How we are sharing our insights and learning from working with a range of public service partners to co-produce research inquiries and processes using a collaborative action research approach.
There is an increasing emphasis in public service reform on increasing partnership working, multi-agency collaborations and co-production. The What Works Scotland research associates have been working with a range of public service partners to co-produce research inquiries and processes using a collaborative action research (CAR) approach since January 2015. You can find the outputs from these inquiries on the case site pages.
Below and in this blog, Hayley Bennett and Richard Brunner draw on their experiences of conducting CAR with multiple public services. Hayley and Richard presented their analyses in two 2017 presentations to the Scottish Government, outlined below.
In the presentations, Hayley and Richard reflect on the unexpected and expanded role for professional researchers in the complex environment of multi-agency collaborations.
These research insights seek to inform and support others who are engaging in or contemplating forms of collaborative and participatory research, including action research approaches. These insights form part of the What Works Scotland legacy year in 2018.
1. Collaborative action research insights: Challenging research roles?
In April 2017 Hayley Bennett and Richard Brunner held a seminar with Scottish Government social researchers to share learning on:
- Getting in: navigating access to conduct CAR with public services holds particular complications – it’s a new idea without a guaranteed set of outputs.
- Getting on: a wide array of researcher skills are required to keep CAR groups going – especially as participants have different skillsets, priorities, and work contexts.
- Getting out: ending CAR can be frustrating as the CAR group may be performing well at that stage, and may be complicated as services and personnel may have changed over time.
- However, through this approach, CAR enables public services to learn about, generate, and work with evidence by doing research; and allows researchers to ‘see’ the world through the eyes of public service practitioners, so providing new insights into the reality of public service reform.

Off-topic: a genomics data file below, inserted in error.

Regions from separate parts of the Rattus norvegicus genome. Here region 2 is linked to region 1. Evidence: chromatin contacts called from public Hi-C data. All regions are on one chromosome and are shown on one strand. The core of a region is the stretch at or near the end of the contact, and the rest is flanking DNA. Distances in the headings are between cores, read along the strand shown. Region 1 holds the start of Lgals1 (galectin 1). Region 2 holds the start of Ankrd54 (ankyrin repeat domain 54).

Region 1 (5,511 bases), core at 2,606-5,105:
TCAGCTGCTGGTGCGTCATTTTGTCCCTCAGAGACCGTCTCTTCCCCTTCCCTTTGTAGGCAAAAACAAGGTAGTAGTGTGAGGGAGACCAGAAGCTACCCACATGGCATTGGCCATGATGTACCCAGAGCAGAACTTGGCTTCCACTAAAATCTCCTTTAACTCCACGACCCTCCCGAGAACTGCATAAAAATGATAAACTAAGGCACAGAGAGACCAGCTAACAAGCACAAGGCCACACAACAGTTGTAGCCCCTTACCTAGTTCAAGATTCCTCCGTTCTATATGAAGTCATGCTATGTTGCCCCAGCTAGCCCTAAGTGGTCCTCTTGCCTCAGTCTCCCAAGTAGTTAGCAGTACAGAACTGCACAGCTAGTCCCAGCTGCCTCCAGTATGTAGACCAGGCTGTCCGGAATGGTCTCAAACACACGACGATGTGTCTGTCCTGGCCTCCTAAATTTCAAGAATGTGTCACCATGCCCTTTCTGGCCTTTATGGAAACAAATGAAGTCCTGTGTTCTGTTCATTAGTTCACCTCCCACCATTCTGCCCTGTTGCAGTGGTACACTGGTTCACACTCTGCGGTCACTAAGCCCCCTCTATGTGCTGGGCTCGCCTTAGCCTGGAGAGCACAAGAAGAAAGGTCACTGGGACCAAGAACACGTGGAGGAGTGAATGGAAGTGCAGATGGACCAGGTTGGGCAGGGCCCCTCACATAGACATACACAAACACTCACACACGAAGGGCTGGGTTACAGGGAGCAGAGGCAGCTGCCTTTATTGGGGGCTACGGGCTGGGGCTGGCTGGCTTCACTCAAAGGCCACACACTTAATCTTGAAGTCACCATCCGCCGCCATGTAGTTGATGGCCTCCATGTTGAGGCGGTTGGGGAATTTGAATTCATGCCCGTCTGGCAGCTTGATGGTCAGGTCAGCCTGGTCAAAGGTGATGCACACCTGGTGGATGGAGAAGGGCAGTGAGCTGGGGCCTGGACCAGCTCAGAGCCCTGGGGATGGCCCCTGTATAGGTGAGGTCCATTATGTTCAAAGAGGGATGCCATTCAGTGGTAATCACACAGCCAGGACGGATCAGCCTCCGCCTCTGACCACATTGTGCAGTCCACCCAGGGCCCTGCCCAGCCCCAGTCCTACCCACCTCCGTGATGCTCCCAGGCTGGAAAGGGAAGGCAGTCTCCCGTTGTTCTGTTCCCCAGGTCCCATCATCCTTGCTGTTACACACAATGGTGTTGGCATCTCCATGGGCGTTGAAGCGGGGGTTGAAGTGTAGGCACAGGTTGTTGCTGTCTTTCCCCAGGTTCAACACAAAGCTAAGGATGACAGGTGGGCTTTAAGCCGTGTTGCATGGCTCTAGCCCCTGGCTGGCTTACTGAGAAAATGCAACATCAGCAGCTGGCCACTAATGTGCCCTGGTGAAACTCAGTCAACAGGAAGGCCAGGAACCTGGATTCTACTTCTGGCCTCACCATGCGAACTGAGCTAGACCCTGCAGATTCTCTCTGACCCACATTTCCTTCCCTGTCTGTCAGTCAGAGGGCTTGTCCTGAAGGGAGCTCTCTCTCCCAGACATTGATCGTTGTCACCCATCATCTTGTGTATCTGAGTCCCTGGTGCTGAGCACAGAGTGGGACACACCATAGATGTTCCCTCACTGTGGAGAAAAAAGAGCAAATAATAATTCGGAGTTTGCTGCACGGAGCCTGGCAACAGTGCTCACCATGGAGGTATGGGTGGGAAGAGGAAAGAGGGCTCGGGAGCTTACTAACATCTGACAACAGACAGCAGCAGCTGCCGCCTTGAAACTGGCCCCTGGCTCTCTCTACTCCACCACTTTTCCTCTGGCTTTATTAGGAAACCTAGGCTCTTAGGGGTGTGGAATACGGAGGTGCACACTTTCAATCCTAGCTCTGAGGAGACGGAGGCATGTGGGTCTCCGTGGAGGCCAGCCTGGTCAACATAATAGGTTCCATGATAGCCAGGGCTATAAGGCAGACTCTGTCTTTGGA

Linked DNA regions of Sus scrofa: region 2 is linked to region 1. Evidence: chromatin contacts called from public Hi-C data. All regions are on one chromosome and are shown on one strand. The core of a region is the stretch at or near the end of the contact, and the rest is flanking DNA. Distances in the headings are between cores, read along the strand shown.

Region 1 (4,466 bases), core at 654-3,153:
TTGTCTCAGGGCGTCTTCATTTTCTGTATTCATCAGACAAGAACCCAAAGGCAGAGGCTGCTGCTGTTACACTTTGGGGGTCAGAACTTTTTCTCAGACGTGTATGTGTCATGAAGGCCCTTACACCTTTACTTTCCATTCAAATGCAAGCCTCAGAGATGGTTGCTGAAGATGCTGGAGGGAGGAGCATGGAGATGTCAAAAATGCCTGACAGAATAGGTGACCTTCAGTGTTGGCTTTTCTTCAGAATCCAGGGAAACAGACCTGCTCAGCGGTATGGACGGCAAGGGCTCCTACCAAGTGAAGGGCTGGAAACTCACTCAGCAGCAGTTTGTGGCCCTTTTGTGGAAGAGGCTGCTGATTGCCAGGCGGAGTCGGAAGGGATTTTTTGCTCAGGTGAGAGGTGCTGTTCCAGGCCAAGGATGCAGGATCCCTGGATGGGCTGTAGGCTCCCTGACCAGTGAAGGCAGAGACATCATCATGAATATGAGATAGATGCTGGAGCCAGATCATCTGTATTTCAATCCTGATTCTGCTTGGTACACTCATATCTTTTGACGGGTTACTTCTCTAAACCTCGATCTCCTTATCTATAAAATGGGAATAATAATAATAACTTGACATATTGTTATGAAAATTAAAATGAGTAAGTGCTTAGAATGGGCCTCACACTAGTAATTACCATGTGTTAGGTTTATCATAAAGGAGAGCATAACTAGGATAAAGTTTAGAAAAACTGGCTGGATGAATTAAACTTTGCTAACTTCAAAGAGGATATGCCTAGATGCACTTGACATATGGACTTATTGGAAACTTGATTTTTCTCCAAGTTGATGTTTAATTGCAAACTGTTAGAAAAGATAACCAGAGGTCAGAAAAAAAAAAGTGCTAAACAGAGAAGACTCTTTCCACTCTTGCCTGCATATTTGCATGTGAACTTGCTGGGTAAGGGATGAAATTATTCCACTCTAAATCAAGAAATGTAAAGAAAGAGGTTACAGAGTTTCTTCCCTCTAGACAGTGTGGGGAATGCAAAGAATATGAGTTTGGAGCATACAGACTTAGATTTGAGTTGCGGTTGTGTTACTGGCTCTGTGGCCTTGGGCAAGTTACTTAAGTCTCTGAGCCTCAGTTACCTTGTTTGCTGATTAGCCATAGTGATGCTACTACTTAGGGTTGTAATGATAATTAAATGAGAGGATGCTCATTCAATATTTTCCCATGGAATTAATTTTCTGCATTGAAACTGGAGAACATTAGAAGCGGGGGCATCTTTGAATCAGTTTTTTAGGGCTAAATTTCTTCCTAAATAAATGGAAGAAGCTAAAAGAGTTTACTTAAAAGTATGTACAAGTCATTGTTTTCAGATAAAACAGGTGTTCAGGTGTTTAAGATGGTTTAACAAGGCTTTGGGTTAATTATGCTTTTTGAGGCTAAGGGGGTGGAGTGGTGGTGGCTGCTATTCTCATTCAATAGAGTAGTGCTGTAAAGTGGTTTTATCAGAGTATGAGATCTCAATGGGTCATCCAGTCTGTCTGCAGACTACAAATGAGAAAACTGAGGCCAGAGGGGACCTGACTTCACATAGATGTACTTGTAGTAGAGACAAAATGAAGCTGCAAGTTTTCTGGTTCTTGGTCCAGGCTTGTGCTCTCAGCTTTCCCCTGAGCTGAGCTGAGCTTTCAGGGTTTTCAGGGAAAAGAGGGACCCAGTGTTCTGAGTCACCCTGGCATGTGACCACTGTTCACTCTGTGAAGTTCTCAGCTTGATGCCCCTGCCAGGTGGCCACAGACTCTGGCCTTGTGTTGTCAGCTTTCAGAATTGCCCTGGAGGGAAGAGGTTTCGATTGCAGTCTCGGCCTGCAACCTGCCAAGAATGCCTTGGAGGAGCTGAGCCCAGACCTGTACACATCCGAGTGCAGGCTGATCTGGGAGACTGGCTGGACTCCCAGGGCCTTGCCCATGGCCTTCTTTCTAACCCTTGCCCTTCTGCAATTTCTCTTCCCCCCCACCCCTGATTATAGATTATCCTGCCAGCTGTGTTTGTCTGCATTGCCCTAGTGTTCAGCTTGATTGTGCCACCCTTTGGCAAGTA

2. Co-producing evidence with public services – Nurturing the buffer zone
In November 2017 Hayley Bennett and Richard Brunner spoke to policy and research teams, as part of the Scottish Government’s Evidence in Policy Week, on the co-production of evidence and the relational and political processes involved in creating the spaces for collaborative inquiries.
They highlighted three key findinsg:
- Researchers can help public service practitioners understand processes of evidence generation and levels of research quality, thereby improving their understanding of evidence use and commissioning of research.
- Linear ‘models’ and tools of evidence use offer limited value in the context of multi-agency working involving a variety of professions and diversity of organisational cultures.
- CAR can offer a useful way to explore public service reform and unpick questions of ‘why’ but requires a wide variety of skills and creates a range of demands.
- Presentation – Co-producing evidence with public services: insights from What Works Scotland – Nurturing the buffer zone (PDF)
Insights from both seminars
In this blog post Hayley Bennett and Richard Brunner share insights from both seminars on the role of professional researchers in collaborative, participatory and action research approaches.
- Read the blog: Digging deep and getting dirty hands! Doing collaborative action research with public services
3. Relational and political aspects of CAR – developing the ‘buffer zone concept
To disseminate their findings further, Hayley Bennett and Richard Brunner are producing a journal article based on their research into the relational and political aspects of the CAR work.
They are developing the concept of a ‘buffer zone’ to conceptualise the work that takes place to create and sustain relationships – beyond gatekeeping interactions – to undertake collaborative inquiry work.
They also presented on this idea to academic researchers at the University of Glasgow Sociology Seminar Series on 10 January 2018.
Slides to follow.
— What Works Scotland (@WWScot) January 10, 2018
Really engaging and reflexive with insights for social theory and praxis. Superb, super well done Richard and Hayley ??
— amanda ptolomey (@amandasays) January 10, 2018
Mind map 🙂 pic.twitter.com/6cPaszHh0b
— amanda ptolomey (@amandasays) January 11, 2018